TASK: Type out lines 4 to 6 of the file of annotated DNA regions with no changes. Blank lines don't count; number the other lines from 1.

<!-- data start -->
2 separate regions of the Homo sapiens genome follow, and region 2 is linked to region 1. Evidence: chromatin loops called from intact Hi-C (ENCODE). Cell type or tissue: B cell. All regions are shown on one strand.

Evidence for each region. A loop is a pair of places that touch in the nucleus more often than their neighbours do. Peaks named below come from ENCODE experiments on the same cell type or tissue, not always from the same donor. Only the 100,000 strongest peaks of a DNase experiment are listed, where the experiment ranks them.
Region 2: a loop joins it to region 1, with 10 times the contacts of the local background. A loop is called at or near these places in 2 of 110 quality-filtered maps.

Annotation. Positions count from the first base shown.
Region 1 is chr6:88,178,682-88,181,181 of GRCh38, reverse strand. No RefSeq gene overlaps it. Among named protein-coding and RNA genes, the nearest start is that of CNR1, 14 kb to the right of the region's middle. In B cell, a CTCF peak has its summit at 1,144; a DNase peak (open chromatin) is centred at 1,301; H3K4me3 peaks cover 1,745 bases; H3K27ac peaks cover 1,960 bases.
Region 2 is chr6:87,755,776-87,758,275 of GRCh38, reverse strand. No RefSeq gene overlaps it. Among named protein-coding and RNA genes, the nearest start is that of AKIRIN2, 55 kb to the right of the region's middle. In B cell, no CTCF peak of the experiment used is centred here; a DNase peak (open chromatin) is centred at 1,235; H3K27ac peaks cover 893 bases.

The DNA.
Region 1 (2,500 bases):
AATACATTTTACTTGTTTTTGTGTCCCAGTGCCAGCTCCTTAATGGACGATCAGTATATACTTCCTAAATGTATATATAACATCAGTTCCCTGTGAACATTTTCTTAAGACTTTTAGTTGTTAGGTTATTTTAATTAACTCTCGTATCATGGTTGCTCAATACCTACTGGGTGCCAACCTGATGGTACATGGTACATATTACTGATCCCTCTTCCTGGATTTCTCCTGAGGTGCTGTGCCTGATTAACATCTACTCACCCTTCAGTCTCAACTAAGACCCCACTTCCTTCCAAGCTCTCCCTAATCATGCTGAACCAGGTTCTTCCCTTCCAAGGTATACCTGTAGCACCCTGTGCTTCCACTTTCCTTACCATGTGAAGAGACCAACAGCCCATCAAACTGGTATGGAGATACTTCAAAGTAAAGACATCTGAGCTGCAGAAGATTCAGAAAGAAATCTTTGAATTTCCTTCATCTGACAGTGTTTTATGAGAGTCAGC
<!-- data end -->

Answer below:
Annotation. Positions count from the first base shown.
Region 1 is chr6:88,178,682-88,181,181 of GRCh38, reverse strand. No RefSeq gene overlaps it. Among named protein-coding and RNA genes, the nearest start is that of CNR1, 14 kb to the right of the region's middle. In B cell, a CTCF peak has its summit at 1,144; a DNase peak (open chromatin) is centred at 1,301; H3K4me3 peaks cover 1,745 bases; H3K27ac peaks cover 1,960 bases.
Region 2 is chr6:87,755,776-87,758,275 of GRCh38, reverse strand. No RefSeq gene overlaps it. Among named protein-coding and RNA genes, the nearest start is that of AKIRIN2, 55 kb to the right of the region's middle. In B cell, no CTCF peak of the experiment used is centred here; a DNase peak (open chromatin) is centred at 1,235; H3K27ac peaks cover 893 bases.